Maryland has two Osmorhiza plant species.
While working on a jobsite in the Slaughterhouse Branch forested floodplain in Baltimore, I noticed an aggregate of Aniseroot, also known as Long-Styled Sweet Cicely (Osmorhiza longistylis).
This plant closely resembles the more common Sweet Cicely (Osmorhiza claytonii), which I also observed on this 79-acre Piedmont tract, and which was all going to seed.
Aniseroot leaves when crushed, have a distinct anise licorice scent, and is native throughout the northeast.
The day was hot and humid, with afternoon temperatures reaching 94-degrees, and with a higher humi-ture rating.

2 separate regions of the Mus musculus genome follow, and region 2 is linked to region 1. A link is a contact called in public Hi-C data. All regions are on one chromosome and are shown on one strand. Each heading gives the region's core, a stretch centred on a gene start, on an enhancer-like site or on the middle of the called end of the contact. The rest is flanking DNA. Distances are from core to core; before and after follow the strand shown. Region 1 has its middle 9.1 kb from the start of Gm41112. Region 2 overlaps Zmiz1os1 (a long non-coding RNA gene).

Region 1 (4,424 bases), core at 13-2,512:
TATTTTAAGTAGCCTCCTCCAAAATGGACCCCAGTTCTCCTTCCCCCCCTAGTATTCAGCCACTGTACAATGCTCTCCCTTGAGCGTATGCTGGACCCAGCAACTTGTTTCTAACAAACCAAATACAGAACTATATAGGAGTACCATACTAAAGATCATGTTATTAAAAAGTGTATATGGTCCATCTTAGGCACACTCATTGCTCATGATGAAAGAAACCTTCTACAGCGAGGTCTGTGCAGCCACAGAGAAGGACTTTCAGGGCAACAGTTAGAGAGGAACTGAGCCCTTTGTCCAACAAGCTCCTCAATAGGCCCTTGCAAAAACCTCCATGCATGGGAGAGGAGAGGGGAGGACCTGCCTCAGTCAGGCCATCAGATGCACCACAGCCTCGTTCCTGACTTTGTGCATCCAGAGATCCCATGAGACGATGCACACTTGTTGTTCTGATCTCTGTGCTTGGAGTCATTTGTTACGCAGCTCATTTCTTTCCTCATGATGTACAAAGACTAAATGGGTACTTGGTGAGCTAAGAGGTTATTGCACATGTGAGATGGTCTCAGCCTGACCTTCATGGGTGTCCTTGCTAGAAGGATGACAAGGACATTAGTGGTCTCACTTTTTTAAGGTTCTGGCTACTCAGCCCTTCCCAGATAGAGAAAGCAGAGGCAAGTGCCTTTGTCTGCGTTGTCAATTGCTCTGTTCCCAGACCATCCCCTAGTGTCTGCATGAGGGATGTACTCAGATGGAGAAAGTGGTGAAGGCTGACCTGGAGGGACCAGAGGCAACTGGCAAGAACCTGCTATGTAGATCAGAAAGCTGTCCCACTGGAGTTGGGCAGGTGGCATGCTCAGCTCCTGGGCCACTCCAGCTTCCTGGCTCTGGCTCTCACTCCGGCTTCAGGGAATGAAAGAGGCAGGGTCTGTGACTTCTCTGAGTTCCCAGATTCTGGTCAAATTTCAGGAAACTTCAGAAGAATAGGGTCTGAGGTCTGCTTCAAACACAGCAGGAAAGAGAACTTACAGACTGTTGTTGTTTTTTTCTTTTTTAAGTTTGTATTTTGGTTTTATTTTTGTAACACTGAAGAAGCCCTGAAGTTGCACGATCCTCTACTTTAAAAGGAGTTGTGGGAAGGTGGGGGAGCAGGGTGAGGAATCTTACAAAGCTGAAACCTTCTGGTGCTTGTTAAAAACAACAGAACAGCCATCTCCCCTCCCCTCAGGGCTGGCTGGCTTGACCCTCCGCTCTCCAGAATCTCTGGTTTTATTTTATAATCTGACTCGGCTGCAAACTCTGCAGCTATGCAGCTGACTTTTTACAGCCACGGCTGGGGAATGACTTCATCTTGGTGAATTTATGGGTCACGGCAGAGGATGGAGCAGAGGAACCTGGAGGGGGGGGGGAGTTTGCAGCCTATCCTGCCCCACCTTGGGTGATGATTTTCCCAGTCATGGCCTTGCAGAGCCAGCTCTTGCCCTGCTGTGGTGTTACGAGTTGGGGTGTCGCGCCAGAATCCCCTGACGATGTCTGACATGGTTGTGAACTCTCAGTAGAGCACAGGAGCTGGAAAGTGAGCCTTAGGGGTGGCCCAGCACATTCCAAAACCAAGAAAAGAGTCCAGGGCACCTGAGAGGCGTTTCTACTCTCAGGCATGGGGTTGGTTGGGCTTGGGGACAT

The water that you see on the leaves of this aniseroot aggregate are not the morning dew, but rather GUTTATION or urination by plants, where the plants push water and salts out through the pores, to the edges of the leaf.
I have seen this phenomenon several times on aniseroot, and on some other plant species.